... Bet you re right with the chili. Or even some guy doing it more intentionally for a machismo mark. But I m pretty sure Belgian carbonade, a stew flavoredMessage 1 of 4 , Nov 1, 2003View SourceAt 06:18 PM 10/30/2003, bunkeeburns wrote:
>Is it just me or has anyone else wondered just how they come up withBet you're right with the chili. Or even some guy doing it more
>using beer in recipes? There were two just recently; Beer Stew and
>Beer Chili. Do you suppose some man (sorry guys!) came by and lifted
>the lid for a little taste and said to himself, "hum, I wonder how a
>little beer would taste in the recipe" and decided to 'doctor' it up?
intentionally for a machismo mark. But I'm pretty sure Belgian carbonade,
a stew flavored with onions and beer, goes back centuries. As I understand
it beer is sort of to Belgians as wine is to the French so probably a more
intentional flavor enhancement. Haven't made it in the crock myself, but
here's a basic recipe from http://www.a1priorities.com/page90.html that
has some of the key elements - the dark beer, the brown sugar, the onions.
I think there's usually a bit of vinegar in it too, and sometimes mustard.
I also think the more classic form is to start with vey lean meat and
include a bit of bacon for fat and flavor, like bourguignon
Crock Pot Carbonnade
Saute 2 large sliced onions (1/8" slices) in 4 Tbsp butter until they are
totally soft. Add 1 tsp brown sugar and stir them around until they get
brown and carmelized. Mix in lots of freshly ground black pepper and about
2 tsp of fresh thyme. Put these in the bottom of the crockpot. Add 1 lb
stewing beef in 1" chunks. Pour over 1 bottle dark beer. Crock for about 4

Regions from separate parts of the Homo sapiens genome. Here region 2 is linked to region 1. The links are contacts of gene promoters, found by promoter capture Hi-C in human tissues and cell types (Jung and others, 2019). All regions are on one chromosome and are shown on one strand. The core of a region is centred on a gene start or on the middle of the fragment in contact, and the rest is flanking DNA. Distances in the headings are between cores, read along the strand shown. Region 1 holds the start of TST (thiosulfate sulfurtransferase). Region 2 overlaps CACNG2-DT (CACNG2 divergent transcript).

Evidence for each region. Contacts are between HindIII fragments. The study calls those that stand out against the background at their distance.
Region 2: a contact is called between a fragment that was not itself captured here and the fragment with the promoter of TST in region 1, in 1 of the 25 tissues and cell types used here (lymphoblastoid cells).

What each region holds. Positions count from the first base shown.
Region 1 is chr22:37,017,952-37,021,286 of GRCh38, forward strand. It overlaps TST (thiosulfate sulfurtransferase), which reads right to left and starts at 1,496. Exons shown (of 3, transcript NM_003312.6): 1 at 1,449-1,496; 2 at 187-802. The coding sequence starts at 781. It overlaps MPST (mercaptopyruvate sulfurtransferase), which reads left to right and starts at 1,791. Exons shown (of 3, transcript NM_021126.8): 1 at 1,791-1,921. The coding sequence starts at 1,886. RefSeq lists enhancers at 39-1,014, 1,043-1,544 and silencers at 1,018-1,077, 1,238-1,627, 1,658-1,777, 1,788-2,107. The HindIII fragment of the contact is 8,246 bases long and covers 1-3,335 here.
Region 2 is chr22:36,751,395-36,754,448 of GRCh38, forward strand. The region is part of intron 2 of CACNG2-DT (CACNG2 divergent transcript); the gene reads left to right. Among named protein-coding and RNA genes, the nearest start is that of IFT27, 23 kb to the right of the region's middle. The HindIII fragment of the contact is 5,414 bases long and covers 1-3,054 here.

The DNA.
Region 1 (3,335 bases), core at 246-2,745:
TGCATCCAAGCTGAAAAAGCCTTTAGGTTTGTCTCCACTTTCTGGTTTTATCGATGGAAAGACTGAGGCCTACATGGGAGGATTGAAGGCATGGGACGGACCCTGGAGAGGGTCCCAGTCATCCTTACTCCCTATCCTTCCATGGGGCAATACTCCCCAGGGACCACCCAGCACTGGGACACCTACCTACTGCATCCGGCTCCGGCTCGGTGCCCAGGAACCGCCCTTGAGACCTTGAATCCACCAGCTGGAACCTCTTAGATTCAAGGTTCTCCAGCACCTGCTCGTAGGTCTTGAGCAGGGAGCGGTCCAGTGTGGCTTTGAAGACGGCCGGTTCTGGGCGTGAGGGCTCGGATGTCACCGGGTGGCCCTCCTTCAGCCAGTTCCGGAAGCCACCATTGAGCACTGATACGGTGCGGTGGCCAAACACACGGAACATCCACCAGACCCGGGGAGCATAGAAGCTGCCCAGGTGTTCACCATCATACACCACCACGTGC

hours on high. Then remove 1/2 c of the sauce. Stir in 1 Tbsp flour. Mix
this back into the sauce. Crock on high for another 2 hours.
... Beer is used a lot in cooking in Europe, especially in Belgium, Germany and the South of Holland. Beer was always cheaper than wine, freely available andMessage 1 of 4 , Nov 2, 2003View Source
> Is it just me or has anyone else wondered just how they come up withBeer is used a lot in cooking in Europe, especially in Belgium,
> using beer in recipes?
Germany and the South of Holland. Beer was always cheaper than wine,
freely available and in cooking it definitely tastes nicer than
water!! It dates back to at least the Middle Ages (when water wasn't
always drinkable), it was even used in Roman times. I guess whenever
alcoholic beverages where available. people used them in cooking.
I have a very simple recipe for beef in beer, it is quite delicious
and very, very simple.
Carbonade de boeuf flamande or to put it in more simple terms:
"Flemish beef in beer" - serves 4
2 pounds of steak (I would choose the cheaper cuts, you won't taste
salt and pepper
1 tablespoon flour
l bottle of stout
The original recipe also mentioned to brown the beef in butter and
olive oil, but I always leave that part out, it tastes just as good
Slice the onions very thinly and put them in the bottom of pot.
Lightly salt and pepper the beef and roll in the flour. (I put the
flour and salt and pepper in a plastic bag, put the cubed beef in as
well and shake the bag until the meat is covered with the seasoned
flour). Put beef cubes on top of onions, pour beer over the beef and
cook on Low for about 6 hours (or until beef is tender). Serve with
potato puree and boiled carrots or green beans. It's also very nice
with egg noodles and mushrooms.
I like to put in a lot more onions and to vary the recipe a bit I
might occasionally add garlic or spices like basil or a bay leaf.
The original recipe called for stout, a real hearty beer variety, but
it also tastes good with lager (or any beer available). The stout
however gives the dish a really, really nice flavour! It is simple
cooking, but this recipe has survived hundreds of years.......
Glen Waverley, Vic. ___